The orthic triangle is closely related to the tangential triangle, constructed as follows: let LA be the line tangent to the circumcircle of triangle ABC at vertex A, and define LB and LC analogously. Let A" = LB ∩ LC, B" = LC ∩ LA, C" = LC ∩ LA. The tangential triangle, A"B"C", is homothetic to the orthic triangle.

The orthic triangle provides the solution to Fagnano's problem, posed in 1775, of finding for the minimum perimeter triangle inscribed in a given acute-angle triangle.

The orthic triangle of an acute triangle gives a triangular light route.

Trilinear coordinates for the vertices of the orthic triangle are given by

  • A' = 0 : sec B : sec C
  • B' = sec A : 0 : sec C
  • C' = sec A : sec B : 0

Trilinear coordinates for the vertices of the tangential triangle are given by

  • A" = −a : b : c
  • B" = a : −b : c
  • C" = a : b : −c

Some additional altitude theorems

Altitude in terms of the sides

For any triangle with sides a, b, c and semiperimeter s = (a+b+c) / 2, the altitude from side a is given by

$ h_a=\frac{2\sqrt{s(s-a)(s-b)(s-c)}}{a}. $

This follows from combining Heron's formula for the area of a triangle in terms of the sides with the area formula (1/2)×base×height, where the base is taken as side a and the height is the altitude from a.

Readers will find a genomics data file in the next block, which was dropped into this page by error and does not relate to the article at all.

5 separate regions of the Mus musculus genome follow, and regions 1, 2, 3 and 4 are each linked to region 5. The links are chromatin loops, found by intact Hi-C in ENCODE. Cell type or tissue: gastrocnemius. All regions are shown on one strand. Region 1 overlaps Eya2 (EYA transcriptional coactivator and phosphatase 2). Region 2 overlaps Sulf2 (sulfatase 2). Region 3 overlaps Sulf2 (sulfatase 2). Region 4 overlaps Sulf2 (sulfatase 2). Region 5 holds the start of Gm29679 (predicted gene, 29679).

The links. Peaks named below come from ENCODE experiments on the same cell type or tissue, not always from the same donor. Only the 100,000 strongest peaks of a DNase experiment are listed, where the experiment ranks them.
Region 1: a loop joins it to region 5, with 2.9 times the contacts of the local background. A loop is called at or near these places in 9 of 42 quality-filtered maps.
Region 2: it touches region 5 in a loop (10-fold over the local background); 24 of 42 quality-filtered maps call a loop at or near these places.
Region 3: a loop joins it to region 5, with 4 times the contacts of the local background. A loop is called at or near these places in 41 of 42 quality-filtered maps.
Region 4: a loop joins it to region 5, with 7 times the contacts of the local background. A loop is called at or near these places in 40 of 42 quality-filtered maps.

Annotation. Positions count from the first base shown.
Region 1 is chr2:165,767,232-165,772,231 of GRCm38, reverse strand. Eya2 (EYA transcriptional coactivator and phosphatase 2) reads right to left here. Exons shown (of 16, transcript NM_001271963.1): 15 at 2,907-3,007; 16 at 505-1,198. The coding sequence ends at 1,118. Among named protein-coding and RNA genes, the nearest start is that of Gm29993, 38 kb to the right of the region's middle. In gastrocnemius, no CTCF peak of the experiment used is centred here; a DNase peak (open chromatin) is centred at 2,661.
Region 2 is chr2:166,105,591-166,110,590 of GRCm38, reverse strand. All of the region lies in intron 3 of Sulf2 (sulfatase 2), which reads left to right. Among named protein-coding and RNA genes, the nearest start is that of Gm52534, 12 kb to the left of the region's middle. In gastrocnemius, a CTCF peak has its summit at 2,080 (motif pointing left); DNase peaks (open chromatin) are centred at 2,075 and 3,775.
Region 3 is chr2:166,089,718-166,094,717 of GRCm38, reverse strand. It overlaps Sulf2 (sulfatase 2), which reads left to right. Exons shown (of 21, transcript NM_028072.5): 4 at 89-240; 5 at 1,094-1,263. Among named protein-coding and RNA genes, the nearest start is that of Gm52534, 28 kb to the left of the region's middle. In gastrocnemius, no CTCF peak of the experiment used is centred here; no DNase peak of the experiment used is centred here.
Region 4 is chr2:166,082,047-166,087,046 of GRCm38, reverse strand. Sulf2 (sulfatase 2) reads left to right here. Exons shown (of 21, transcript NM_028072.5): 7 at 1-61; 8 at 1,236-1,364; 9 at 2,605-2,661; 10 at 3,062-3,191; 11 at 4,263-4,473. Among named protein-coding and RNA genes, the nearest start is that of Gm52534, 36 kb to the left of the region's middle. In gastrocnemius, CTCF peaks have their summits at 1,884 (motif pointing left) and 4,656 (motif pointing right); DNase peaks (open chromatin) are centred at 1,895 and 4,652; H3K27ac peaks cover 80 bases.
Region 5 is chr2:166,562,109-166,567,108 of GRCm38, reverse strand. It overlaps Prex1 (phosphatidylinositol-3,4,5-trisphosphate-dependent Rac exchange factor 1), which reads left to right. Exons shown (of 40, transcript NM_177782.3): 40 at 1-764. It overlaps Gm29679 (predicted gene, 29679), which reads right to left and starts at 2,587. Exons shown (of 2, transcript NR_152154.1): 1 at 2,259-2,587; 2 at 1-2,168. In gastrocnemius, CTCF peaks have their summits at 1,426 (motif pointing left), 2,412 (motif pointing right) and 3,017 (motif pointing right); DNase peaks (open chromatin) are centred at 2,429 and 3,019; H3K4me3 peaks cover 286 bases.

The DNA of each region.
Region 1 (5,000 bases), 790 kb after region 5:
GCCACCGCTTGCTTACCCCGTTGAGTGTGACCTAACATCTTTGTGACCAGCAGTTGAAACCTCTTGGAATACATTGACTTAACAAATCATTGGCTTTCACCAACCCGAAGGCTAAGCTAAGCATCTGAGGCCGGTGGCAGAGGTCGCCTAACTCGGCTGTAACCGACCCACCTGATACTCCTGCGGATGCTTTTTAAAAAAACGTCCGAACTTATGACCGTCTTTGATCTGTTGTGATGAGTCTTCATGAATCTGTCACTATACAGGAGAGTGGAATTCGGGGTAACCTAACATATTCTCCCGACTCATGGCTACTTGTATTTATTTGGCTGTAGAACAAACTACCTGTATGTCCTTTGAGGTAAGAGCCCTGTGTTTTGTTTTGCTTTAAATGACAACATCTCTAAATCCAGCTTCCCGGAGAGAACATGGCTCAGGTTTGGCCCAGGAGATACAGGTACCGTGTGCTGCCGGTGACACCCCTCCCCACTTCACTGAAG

Inradius theorems

Consider an arbitrary triangle with sides a, b, c and with corresponding altitudes ha, hb, and hc. The altitudes and the incircle radius r are related by

$ \displaystyle \frac{1}{r}=\frac{1}{h_a}+\frac{1}{h_b}+\frac{1}{h_c}. $

Circumradius theorem

Denoting the altitude from one side of a triangle as ha, the other two sides as b and c, and the triangle's circumradius (radius of the triangle's circumscribed circle) as R, the altitude is given by:$ h_a=\frac{bc}{2R}. $

Area theorem

Denoting the altitudes of any triangle from sides a, b, and c respectively as $ h_a $, $ h_b $, and $ h_c $,and denoting the semi-sum of the reciprocals of the altitudes as $ H = (h_a^{-1} + h_b^{-1} + h_c^{-1})/2 $ we have

$ \mathrm{Area}^{-1} = 4 \sqrt{H(H-h_a^{-1})(H-h_b^{-1})(H-h_c^{-1})}. $

Special case triangles

Equilateral triangle

For any point P within an equilateral triangle, the sum of the perpendiculars to the three sides is equal to the altitude of the triangle. This is Viviani's theorem.

Right triangle

In a right triangle the three altitudes ha, hb, and hc (the first two of which equal the leg lengths b and a respectively) are related according to

$ \frac{1}{h_a ^2}+\frac{1}{h_b ^2}=\frac{1}{h_c ^2}. $